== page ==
The brief for this urban design competition was to develop a typology for an urban extension to Milton Keynes, a New Town founded in the 1960s. Our aim was to avoid another demographically homogeneous suburb. As Milton Keynes has grown radially outward, new arrivals have tended to move to the most recently completed area. The social and economic climate of the day dictates the age, race and socio- economic class of the newcomers. This process has created increasingly segregated communities.
Our response was a return to a long-established, historically evidenced form of settlement in Britain, the ‘long plot’. This sustainable and dynamic development pattern divides the land into longitudinal plots, their short edge facing the street. At inception, each plot sustains a single building facing the high street, creating a coherent street scape while maintaining suburban densities. This model allows for flexible future intensification through building mews houses and infill buildings. On the example of one plot we demonstrated how this typology would allow people of different generations to live together on an interdependent yet autonomous ‘multi-generational plot’.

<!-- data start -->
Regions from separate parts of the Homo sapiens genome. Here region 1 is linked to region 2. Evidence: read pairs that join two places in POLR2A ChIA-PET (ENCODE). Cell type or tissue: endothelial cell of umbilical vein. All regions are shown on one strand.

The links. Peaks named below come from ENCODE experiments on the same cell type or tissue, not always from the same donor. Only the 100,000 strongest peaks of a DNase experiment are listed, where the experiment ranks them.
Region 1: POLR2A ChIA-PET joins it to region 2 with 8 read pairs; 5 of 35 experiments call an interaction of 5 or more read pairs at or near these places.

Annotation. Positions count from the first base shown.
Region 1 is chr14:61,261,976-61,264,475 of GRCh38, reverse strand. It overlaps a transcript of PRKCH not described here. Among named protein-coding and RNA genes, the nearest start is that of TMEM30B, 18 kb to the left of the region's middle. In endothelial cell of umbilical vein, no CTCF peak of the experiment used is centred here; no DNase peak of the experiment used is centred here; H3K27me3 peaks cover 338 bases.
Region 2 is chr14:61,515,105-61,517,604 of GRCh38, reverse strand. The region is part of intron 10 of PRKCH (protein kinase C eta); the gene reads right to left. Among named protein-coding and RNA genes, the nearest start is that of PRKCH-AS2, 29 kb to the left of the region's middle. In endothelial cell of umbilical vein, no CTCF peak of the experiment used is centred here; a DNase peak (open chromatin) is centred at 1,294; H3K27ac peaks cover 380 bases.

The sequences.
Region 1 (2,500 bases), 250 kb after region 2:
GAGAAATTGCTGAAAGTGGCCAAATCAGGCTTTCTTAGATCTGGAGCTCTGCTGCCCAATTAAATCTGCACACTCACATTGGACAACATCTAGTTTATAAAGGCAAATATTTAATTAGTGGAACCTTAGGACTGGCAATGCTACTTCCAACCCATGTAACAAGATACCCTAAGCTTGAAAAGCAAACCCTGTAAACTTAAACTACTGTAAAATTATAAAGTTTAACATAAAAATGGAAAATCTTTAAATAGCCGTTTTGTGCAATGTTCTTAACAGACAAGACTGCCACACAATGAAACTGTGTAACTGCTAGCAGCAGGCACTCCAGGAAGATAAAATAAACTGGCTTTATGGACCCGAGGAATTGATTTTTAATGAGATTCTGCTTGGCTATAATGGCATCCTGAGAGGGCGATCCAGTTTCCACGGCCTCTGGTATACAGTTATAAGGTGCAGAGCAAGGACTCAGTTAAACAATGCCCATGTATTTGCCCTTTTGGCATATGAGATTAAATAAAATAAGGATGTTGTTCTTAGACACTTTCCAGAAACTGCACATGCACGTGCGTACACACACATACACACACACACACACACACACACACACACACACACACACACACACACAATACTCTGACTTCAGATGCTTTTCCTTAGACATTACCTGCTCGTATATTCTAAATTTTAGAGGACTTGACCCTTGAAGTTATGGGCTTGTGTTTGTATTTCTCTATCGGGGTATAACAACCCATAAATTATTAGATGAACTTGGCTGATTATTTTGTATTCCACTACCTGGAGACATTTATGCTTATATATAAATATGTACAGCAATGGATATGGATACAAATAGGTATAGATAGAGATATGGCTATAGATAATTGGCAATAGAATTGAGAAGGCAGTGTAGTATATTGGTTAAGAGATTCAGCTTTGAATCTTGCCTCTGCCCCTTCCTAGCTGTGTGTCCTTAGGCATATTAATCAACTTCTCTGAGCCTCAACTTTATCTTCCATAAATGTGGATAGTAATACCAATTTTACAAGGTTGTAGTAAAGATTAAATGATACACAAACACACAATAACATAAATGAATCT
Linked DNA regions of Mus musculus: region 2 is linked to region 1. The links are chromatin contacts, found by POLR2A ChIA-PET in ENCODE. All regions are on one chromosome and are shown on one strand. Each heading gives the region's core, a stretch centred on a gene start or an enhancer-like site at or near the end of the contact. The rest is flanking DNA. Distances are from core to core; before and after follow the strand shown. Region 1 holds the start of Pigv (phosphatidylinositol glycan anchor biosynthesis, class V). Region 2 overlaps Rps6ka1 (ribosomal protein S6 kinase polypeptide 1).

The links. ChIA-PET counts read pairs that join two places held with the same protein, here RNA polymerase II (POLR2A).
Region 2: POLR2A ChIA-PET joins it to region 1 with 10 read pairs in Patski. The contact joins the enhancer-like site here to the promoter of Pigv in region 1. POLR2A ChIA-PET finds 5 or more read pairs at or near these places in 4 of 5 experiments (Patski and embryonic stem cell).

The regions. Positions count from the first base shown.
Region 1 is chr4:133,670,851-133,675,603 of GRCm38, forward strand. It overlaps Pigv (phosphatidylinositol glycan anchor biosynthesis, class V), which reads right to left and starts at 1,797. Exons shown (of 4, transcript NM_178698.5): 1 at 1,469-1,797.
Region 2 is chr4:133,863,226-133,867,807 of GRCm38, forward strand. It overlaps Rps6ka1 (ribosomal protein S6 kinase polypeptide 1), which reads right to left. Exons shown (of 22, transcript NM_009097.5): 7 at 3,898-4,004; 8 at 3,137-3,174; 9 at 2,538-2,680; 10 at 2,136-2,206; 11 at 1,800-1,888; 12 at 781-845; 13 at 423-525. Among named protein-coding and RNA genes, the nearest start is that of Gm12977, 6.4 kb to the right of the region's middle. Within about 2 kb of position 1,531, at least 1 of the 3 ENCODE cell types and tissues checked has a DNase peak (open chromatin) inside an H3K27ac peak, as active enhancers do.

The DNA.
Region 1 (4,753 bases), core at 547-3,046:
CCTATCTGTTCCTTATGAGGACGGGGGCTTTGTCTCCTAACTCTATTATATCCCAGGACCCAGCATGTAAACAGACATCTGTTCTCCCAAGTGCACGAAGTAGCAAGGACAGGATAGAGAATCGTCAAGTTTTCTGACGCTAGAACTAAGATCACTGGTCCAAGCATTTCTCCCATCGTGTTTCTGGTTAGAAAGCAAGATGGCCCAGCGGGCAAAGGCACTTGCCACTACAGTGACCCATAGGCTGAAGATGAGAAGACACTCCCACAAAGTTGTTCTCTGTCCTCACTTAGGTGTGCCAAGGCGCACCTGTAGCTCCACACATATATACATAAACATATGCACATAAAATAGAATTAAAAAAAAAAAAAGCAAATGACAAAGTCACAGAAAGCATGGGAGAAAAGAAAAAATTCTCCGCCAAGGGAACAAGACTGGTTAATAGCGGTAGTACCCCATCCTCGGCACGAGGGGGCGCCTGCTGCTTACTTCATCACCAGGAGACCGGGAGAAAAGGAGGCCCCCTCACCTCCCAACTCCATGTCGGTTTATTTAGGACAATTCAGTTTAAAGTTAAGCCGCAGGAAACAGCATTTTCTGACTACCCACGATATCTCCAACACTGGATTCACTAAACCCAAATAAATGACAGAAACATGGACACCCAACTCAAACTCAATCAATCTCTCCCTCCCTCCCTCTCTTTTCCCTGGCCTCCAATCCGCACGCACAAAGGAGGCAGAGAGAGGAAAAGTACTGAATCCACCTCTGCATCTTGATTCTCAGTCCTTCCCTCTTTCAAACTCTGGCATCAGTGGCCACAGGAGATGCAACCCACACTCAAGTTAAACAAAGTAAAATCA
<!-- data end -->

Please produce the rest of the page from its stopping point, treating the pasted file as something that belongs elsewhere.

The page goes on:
Our submission was awarded a commendation and was exhibited in London and Berlin. In 2009 we travelled to Berlin as delegates to the Europan 9 Symposium held at the Haus der Künste.